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Thursday, June 19, 2008

From the end of a 4 page news story about Max Tegmark a physicist who believes in a somewhat more esoteric multiverse than the Everett multiple universe theory I have written on before.

But why do some equations describe our universe so perfectly and others not so much?
Stephen Hawking once asked it this way: “What is it that breathes fire into the equations and makes a universe for them to describe?” If I am right and the cosmos is just mathematics, then no fire-breathing is required. A mathematical structure doesn’t describe a universe, it is a universe. The existence of the level IV multiverse also answers another question that has bothered people for a long time. John Wheeler put it this way: Even if we found equations that describe our universe perfectly, then why these particular equations and not others? The answer is that the other equations govern other, parallel universes, and that our universe has these particular equations because they are just statistically likely, given the distribution of mathematical structures that can support observers like us.

The article starts here.

Incidentally for all those "environmentalists" who say that science only counts if it is peer reviewed & published (one respected moron on an "environmentalist site |I was banned from recently said the Oregon Petition didn't count because it wasn't peer reviewed) may I point out Dr Tegmark's difficulties inn getting this published though not in getting more mainstream work done.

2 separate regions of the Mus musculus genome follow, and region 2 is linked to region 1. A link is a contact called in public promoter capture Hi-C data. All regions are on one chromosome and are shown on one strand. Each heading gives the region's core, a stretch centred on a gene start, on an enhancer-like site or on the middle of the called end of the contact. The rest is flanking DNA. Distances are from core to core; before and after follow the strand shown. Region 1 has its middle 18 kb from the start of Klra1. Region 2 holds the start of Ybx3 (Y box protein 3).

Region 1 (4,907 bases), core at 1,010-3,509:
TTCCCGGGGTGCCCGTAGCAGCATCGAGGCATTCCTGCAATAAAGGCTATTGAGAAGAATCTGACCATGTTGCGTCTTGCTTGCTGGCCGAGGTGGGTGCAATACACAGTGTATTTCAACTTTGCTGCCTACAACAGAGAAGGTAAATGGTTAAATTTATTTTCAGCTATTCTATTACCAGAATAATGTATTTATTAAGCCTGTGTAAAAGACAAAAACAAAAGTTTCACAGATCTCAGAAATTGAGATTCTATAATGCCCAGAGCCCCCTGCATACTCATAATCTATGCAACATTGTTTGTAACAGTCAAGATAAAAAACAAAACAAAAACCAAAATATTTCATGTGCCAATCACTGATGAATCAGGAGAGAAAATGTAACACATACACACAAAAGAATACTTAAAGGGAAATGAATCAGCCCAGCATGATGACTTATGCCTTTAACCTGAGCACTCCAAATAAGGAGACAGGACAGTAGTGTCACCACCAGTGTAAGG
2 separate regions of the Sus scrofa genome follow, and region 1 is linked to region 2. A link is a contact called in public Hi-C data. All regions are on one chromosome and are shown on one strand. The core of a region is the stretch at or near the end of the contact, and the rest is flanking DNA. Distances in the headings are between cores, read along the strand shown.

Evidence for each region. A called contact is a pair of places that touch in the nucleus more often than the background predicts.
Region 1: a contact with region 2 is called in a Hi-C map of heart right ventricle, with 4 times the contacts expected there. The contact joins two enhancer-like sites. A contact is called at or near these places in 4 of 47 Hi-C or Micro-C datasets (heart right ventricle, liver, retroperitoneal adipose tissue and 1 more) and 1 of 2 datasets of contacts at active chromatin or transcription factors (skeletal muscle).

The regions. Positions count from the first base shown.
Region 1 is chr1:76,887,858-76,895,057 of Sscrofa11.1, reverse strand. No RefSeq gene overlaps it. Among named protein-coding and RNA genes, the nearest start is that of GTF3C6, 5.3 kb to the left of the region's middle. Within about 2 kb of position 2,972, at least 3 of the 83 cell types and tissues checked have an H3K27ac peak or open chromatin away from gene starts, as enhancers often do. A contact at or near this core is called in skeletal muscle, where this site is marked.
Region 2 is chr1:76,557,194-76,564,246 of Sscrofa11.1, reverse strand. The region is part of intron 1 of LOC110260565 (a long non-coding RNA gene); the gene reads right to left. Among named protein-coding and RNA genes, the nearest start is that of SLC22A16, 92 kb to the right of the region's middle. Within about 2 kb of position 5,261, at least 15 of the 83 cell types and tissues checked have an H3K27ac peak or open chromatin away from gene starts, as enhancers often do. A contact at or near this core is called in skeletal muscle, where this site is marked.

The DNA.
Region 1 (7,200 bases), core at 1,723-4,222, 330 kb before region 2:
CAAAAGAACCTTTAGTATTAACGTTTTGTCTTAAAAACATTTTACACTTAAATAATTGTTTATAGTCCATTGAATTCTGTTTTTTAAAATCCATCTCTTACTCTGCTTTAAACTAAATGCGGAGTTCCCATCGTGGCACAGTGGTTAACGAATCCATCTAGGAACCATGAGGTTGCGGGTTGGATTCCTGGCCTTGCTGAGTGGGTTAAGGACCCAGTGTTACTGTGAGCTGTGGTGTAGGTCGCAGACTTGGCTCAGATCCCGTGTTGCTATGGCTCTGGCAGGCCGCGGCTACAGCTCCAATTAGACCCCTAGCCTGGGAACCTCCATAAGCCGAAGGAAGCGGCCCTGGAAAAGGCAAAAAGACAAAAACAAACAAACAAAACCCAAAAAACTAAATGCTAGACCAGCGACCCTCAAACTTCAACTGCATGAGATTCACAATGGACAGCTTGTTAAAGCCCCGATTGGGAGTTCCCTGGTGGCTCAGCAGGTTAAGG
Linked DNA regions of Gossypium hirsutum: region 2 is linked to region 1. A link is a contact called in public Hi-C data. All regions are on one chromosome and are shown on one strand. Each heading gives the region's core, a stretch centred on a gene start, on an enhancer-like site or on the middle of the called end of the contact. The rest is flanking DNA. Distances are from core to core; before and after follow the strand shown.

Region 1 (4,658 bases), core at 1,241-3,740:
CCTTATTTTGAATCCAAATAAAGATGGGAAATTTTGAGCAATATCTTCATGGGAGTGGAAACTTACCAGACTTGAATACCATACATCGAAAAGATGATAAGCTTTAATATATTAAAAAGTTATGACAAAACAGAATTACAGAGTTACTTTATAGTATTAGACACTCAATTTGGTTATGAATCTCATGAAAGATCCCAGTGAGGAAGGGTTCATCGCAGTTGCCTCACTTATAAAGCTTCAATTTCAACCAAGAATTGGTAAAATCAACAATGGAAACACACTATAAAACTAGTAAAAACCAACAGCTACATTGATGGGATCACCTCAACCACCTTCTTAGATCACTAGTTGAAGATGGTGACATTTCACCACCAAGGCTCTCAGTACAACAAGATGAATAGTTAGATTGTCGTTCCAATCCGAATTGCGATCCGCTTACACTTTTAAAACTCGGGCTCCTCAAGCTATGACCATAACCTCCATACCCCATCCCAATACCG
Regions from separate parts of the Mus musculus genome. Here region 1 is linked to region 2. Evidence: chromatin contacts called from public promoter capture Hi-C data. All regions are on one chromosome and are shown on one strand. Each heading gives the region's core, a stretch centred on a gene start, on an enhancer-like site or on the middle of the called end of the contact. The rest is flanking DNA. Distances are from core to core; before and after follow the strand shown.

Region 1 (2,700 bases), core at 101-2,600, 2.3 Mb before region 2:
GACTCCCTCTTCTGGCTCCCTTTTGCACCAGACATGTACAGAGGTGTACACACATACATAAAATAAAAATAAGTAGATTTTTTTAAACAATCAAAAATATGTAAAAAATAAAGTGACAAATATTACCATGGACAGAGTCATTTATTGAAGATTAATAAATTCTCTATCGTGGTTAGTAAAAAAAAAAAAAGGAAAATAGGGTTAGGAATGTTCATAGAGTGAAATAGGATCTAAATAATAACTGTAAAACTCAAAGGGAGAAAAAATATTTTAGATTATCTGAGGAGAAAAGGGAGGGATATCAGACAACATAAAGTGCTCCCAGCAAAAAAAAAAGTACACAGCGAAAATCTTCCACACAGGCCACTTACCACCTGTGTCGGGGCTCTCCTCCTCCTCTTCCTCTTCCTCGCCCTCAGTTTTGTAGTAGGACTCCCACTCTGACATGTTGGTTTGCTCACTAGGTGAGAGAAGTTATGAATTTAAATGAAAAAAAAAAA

"Right from the start you tried to get this radical idea of yours published. Were you worried about whether it would affect your career?
I anticipated problems and did not submit until I had accepted a postdoctoral appointment at Princeton University. My first paper got rejected by three journals. Finally I got a good referee report from Annals of Physics, but the editor there rejected the paper as being too speculative.

Wait—that is not supposed to happen. If the referee likes a paper, it usually gets accepted.That’s what I thought. I was fortunate to be friends with John Wheeler, a Princeton theoretical physicist and one of my greatest physics heroes, who recently passed away. When I showed him the rejection letter, he said, “‘Extremely speculative’? Bah!” Then he reminded me that some of the original papers on quantum mechanics were also considered extremely speculative. So I wrote an appeal to Annals of Physics and included Wheeler’s comments. Finally the editors there published it."

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